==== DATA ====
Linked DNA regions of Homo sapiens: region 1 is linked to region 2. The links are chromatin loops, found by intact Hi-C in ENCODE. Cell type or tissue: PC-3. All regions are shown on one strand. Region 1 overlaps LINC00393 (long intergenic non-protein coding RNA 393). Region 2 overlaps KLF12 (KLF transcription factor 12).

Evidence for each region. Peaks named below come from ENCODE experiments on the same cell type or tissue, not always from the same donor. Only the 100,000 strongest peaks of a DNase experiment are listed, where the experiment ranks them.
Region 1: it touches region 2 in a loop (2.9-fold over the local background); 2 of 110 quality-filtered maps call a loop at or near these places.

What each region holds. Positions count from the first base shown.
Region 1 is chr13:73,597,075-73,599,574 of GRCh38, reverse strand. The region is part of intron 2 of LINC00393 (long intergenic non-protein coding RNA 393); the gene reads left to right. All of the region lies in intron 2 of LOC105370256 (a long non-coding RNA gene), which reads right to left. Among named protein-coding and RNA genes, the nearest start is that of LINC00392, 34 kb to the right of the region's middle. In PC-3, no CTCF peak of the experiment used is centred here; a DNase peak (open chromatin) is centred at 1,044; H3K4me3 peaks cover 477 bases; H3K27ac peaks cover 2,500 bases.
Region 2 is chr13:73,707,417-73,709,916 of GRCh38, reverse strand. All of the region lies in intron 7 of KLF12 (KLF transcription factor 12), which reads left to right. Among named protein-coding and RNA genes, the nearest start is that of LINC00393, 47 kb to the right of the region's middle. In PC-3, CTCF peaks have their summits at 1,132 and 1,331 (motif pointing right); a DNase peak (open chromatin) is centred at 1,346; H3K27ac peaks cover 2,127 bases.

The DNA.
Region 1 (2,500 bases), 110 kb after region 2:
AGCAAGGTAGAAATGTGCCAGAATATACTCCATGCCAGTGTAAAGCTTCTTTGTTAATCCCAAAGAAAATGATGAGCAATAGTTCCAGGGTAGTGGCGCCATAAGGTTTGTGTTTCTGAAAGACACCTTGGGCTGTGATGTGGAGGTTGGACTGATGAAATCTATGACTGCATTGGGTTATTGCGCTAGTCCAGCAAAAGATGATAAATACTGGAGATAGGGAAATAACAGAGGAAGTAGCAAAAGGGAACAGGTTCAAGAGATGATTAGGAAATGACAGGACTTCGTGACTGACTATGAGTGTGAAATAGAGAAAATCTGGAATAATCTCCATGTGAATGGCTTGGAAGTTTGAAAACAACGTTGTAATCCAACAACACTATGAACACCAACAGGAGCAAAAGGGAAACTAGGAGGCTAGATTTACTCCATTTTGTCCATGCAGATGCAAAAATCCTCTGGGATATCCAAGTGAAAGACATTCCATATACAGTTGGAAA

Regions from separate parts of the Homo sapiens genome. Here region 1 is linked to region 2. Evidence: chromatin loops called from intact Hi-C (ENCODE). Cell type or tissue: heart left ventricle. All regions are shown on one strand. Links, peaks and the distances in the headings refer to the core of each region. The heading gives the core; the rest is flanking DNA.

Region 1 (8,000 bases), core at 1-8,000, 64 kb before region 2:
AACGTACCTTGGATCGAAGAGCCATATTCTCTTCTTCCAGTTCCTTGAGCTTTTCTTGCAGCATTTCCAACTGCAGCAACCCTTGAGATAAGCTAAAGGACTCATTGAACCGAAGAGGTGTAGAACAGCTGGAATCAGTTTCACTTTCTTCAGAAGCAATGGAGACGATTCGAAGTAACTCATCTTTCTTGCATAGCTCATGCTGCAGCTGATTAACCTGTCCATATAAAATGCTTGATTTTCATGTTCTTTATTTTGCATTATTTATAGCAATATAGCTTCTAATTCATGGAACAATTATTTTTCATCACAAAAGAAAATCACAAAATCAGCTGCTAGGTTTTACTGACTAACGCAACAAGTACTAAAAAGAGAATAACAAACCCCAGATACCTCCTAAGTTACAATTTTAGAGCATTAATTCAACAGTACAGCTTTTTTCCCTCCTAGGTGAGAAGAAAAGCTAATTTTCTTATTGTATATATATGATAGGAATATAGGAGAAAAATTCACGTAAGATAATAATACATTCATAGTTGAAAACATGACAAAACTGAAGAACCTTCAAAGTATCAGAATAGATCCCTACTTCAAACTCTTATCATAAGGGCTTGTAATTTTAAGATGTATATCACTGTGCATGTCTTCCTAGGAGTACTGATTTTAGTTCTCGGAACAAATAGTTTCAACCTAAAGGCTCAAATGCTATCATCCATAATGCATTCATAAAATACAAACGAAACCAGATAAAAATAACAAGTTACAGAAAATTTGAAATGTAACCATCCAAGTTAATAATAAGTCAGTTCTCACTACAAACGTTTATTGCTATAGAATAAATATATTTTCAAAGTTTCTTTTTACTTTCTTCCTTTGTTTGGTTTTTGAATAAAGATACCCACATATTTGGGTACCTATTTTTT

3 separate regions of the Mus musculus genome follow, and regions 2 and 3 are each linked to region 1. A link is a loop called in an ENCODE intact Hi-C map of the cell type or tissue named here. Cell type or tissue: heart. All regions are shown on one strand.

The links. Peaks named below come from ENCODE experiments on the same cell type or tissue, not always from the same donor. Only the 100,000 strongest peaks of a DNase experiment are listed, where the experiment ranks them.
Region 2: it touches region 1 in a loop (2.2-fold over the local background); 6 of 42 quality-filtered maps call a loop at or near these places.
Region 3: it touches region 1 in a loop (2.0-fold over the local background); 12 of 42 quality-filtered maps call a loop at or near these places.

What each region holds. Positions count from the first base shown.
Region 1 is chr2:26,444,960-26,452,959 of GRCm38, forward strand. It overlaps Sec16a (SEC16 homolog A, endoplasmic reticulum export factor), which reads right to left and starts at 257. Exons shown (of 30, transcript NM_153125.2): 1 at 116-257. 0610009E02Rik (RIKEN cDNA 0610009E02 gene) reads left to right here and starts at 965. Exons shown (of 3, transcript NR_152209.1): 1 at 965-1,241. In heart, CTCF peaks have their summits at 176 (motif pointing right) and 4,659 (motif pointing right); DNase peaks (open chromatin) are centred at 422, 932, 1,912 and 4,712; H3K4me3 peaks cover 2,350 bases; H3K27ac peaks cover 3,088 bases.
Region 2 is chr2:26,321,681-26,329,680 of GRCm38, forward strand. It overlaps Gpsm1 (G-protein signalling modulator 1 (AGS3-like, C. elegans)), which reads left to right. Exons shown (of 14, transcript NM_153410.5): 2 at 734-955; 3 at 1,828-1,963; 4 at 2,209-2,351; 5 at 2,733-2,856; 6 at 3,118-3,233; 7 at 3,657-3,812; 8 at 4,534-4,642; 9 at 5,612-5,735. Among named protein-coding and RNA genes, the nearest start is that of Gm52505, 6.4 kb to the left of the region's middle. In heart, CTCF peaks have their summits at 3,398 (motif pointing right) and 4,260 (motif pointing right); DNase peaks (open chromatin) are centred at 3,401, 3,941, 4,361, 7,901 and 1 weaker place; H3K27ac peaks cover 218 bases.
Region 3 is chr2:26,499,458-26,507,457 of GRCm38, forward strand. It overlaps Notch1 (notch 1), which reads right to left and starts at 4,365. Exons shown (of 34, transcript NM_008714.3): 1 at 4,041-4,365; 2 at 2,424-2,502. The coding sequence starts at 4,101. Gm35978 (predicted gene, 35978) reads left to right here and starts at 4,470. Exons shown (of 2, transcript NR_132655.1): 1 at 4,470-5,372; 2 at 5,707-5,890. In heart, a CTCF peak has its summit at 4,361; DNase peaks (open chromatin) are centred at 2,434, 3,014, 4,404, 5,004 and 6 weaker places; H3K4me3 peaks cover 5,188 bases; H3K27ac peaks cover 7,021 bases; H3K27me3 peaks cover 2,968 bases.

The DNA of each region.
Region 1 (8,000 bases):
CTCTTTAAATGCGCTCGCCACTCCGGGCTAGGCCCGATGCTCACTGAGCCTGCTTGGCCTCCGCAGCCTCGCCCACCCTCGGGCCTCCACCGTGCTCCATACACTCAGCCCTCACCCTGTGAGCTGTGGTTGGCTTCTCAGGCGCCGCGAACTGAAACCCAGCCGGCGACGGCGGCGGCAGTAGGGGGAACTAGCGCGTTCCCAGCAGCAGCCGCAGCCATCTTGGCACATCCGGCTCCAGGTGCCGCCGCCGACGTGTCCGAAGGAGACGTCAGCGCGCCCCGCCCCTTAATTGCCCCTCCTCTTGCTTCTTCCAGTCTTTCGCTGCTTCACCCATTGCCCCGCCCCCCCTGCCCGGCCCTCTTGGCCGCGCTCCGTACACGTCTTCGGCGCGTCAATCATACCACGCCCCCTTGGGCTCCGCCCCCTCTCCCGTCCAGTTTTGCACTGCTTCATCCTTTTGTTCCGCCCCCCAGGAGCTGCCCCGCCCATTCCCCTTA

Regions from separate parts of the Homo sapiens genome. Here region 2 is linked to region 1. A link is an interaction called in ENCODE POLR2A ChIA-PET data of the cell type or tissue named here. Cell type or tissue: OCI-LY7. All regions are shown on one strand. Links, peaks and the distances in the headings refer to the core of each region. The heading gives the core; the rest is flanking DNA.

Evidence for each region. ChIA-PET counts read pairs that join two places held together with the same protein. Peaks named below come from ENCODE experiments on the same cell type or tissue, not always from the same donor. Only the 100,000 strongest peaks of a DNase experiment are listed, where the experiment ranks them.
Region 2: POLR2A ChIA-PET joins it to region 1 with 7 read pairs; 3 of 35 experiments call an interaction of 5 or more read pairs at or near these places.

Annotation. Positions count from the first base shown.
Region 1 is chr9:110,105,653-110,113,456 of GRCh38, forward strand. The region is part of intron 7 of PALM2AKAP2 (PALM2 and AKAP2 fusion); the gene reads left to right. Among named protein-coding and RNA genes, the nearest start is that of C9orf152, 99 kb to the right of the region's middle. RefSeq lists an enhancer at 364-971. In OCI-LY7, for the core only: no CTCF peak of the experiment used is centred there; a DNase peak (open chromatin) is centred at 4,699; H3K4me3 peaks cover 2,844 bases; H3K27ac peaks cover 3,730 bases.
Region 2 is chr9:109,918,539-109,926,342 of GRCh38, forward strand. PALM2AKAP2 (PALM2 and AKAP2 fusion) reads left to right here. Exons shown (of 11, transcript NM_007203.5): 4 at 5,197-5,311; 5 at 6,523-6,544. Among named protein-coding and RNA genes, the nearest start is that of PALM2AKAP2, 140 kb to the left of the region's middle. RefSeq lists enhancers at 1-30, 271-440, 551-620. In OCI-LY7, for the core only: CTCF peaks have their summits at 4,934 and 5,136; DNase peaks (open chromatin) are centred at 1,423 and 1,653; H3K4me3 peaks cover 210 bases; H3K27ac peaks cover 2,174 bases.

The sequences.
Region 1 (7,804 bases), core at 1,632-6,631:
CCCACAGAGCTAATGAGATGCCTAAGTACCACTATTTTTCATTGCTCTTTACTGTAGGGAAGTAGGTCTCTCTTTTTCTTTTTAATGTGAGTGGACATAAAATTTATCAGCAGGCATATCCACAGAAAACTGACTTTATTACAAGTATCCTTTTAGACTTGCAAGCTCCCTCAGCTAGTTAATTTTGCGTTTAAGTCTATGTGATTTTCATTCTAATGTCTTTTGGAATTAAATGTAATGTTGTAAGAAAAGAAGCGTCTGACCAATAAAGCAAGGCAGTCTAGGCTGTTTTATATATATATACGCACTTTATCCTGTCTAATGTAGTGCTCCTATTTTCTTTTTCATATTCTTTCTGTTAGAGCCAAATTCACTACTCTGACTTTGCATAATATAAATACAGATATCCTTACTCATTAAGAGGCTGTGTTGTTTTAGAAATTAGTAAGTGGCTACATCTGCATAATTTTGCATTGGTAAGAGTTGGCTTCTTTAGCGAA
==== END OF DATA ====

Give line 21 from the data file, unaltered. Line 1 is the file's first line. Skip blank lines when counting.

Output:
The DNA of each region.